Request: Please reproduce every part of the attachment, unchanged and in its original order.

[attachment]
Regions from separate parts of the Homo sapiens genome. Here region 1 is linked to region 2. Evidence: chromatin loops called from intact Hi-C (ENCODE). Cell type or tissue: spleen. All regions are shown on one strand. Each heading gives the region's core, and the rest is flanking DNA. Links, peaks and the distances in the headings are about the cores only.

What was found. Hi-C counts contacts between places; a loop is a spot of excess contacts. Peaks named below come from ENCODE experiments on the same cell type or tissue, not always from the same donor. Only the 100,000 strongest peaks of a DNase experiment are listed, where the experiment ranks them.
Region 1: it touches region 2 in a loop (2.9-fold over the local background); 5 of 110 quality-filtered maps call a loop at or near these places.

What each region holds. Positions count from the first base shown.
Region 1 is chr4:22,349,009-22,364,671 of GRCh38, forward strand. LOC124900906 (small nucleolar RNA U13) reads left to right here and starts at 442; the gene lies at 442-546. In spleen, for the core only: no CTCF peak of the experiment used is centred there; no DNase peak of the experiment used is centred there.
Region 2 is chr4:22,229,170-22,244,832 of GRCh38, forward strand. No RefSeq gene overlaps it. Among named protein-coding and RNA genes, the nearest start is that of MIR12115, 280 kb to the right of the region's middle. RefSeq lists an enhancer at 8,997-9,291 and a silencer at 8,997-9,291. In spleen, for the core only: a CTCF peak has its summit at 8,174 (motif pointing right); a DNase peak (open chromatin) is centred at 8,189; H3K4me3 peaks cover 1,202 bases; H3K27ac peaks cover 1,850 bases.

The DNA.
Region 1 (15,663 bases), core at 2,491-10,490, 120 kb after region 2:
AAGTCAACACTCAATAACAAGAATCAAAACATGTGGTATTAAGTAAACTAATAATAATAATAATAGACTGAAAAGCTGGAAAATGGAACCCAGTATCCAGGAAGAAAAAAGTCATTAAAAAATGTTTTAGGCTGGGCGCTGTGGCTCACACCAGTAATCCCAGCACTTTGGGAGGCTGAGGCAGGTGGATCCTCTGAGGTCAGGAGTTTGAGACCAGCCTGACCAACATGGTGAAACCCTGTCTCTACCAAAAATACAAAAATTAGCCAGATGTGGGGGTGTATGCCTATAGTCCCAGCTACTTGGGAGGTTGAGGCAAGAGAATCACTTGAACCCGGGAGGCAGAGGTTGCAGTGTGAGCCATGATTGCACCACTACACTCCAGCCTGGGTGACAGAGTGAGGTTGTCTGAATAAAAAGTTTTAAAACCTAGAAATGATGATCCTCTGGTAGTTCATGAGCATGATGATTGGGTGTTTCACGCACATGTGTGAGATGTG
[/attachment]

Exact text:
Regions from separate parts of the Homo sapiens genome. Here region 1 is linked to region 2. Evidence: chromatin loops called from intact Hi-C (ENCODE). Cell type or tissue: spleen. All regions are shown on one strand. Each heading gives the region's core, and the rest is flanking DNA. Links, peaks and the distances in the headings are about the cores only.

What was found. Hi-C counts contacts between places; a loop is a spot of excess contacts. Peaks named below come from ENCODE experiments on the same cell type or tissue, not always from the same donor. Only the 100,000 strongest peaks of a DNase experiment are listed, where the experiment ranks them.
Region 1: it touches region 2 in a loop (2.9-fold over the local background); 5 of 110 quality-filtered maps call a loop at or near these places.

What each region holds. Positions count from the first base shown.
Region 1 is chr4:22,349,009-22,364,671 of GRCh38, forward strand. LOC124900906 (small nucleolar RNA U13) reads left to right here and starts at 442; the gene lies at 442-546. In spleen, for the core only: no CTCF peak of the experiment used is centred there; no DNase peak of the experiment used is centred there.
Region 2 is chr4:22,229,170-22,244,832 of GRCh38, forward strand. No RefSeq gene overlaps it. Among named protein-coding and RNA genes, the nearest start is that of MIR12115, 280 kb to the right of the region's middle. RefSeq lists an enhancer at 8,997-9,291 and a silencer at 8,997-9,291. In spleen, for the core only: a CTCF peak has its summit at 8,174 (motif pointing right); a DNase peak (open chromatin) is centred at 8,189; H3K4me3 peaks cover 1,202 bases; H3K27ac peaks cover 1,850 bases.

The DNA.
Region 1 (15,663 bases), core at 2,491-10,490, 120 kb after region 2:
AAGTCAACACTCAATAACAAGAATCAAAACATGTGGTATTAAGTAAACTAATAATAATAATAATAGACTGAAAAGCTGGAAAATGGAACCCAGTATCCAGGAAGAAAAAAGTCATTAAAAAATGTTTTAGGCTGGGCGCTGTGGCTCACACCAGTAATCCCAGCACTTTGGGAGGCTGAGGCAGGTGGATCCTCTGAGGTCAGGAGTTTGAGACCAGCCTGACCAACATGGTGAAACCCTGTCTCTACCAAAAATACAAAAATTAGCCAGATGTGGGGGTGTATGCCTATAGTCCCAGCTACTTGGGAGGTTGAGGCAAGAGAATCACTTGAACCCGGGAGGCAGAGGTTGCAGTGTGAGCCATGATTGCACCACTACACTCCAGCCTGGGTGACAGAGTGAGGTTGTCTGAATAAAAAGTTTTAAAACCTAGAAATGATGATCCTCTGGTAGTTCATGAGCATGATGATTGGGTGTTTCACGCACATGTGTGAGATGTG